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Causes of your accidents


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1 hour ago, yegwheel said:

Winter, 6am, dark, cold. City commute. Ride carefully to the bike lane, cleared by the city, salted, dry as a bone. Time for some fun, a respite from the hard work of navigating the snowy roads where bike paths don't go. Up ahead, a main break has flooded one of the intersections and frozen over.  Now you can ride even the worst, blackest ice if you always follow three golden rules: stay totally upright when turning; stay to the center of crowned roads; and stay on the wheel until you get to safe ground. I was about to break rule 2. That slow motion thing they talk about in accidents is real. Ever so gently the wheel slid out from underneath me. Really it was about the most gentle unplanned dismount you'll ever have while riding an electric unicycle at 40kmh. Then I was on the icy road sliding along with the wheel. I have always wished there had been someone there to see it. I and the wheel slid in tandem to the intersection, through the intersection, and 20 yards further to boot, maybe fifty meters in all. Thankfully, being so early, there was no traffic to run me over (why I go to work so early actually). I got up, checked the wheel, and proceeded on to the rest of my day none the worse for wear. 

Lol that is a good story! I have only had small ice'd over puddles last christmas and I remember clenching my arse, closing my eyes and praying and luckily I never came off on one of them, but I did have the same kind of thing happen but when mud instead of ice and that slip out from under you feeling is the worst!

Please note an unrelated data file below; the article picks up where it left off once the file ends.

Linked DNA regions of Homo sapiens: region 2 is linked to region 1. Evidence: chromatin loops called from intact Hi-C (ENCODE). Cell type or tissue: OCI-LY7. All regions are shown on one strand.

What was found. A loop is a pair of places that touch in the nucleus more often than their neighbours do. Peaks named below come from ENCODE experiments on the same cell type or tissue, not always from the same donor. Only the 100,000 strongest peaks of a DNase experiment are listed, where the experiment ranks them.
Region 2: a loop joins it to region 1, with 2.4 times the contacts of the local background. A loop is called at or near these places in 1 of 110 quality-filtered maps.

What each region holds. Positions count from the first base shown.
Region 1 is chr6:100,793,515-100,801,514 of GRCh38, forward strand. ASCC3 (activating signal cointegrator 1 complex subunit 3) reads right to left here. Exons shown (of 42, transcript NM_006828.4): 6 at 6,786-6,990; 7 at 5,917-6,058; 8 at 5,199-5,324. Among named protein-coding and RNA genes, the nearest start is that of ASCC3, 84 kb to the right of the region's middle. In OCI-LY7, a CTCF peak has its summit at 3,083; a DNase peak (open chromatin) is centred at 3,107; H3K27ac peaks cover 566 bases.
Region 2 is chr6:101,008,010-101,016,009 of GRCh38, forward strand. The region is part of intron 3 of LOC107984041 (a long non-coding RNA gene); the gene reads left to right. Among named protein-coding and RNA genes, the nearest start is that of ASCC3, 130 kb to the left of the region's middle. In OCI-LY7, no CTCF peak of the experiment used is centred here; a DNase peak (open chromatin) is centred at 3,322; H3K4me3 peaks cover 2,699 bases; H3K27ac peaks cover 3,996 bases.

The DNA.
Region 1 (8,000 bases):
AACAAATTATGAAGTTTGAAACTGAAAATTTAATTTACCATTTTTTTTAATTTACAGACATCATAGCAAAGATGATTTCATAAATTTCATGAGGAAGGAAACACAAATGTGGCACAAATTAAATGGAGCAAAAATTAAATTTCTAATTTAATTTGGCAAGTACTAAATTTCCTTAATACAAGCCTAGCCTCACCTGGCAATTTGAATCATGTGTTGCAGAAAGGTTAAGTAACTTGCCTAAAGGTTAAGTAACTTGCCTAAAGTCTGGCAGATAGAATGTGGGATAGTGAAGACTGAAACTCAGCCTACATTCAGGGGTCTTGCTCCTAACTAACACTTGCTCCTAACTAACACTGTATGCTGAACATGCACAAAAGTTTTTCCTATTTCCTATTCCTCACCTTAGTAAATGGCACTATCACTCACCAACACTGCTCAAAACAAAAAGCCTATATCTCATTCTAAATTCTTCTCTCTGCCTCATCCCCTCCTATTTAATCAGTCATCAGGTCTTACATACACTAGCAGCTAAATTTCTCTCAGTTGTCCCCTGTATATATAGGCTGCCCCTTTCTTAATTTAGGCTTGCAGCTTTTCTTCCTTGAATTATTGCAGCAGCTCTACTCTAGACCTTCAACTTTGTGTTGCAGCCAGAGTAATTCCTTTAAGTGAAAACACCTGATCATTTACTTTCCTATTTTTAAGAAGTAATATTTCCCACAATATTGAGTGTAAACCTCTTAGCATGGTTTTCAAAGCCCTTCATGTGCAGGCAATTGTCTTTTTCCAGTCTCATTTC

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1 hour ago, yegwheel said:

Winter, 6am, dark, cold. City commute. Ride carefully to the bike lane, cleared by the city, salted, dry as a bone. Time for some fun, a respite from the hard work of navigating the snowy roads where bike paths don't go. Up ahead, a main break has flooded one of the intersections and frozen over.  Now you can ride even the worst, blackest ice if you always follow three golden rules: stay totally upright when turning; stay to the center of crowned roads; and stay on the wheel until you get to safe ground. I was about to break rule 2. That slow motion thing they talk about in accidents is real. Ever so gently the wheel slid out from underneath me. Really it was about the most gentle unplanned dismount you'll ever have while riding an electric unicycle at 40kmh. Then I was on the icy road sliding along with the wheel. I have always wished there had been someone there to see it. I and the wheel slid in tandem to the intersection, through the intersection, and 20 yards further to boot, maybe fifty meters in all. Thankfully, being so early, there was no traffic to run me over (why I go to work so early actually). I got up, checked the wheel, and proceeded on to the rest of my day none the worse for wear. 

Everyone seems to want to avoid and sweep under the rug the True Factual Reality cause of most all euc accidents. The real White Elephant in the Room.

I have even been scolded and critized for bring it up. Told to shut up about it.

Some people just plain refuse to believe in mass, momentum, inertia if it has to do with them going fast on an euc.

It's Science. I'm just the messenger. Go argue with Nature, not me.

You may have violated several rules but the number one rule was:

SPEED.

And, of course, you did not use the number one, required, not optional, safety device...

YOUR BRAIN.

40km, on Black Ice, on a public street, nearing an intersection.

OH MY GOD.

 

 

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Here is my accident experience after >10000km:

1st EUC:  unbranded unicycle 14" wheel 300W nominal:

- motor cut-off at 15km/h, not even fallen, I continued running => advice: don't buy unicycles with  low speed limits, with low power!

- smaller wheels makes you slow down  at every discontinuity on the road (pavement, pits) and they can make you loose your balance (=our main fear) and fall more frequently at non-flat roads => advice: buy bigger wheels for riding stability. I think even 16" is not big enough.

The rest is with Gotway Msuper v2 18" 1000W nominal, speed limit 45km/h: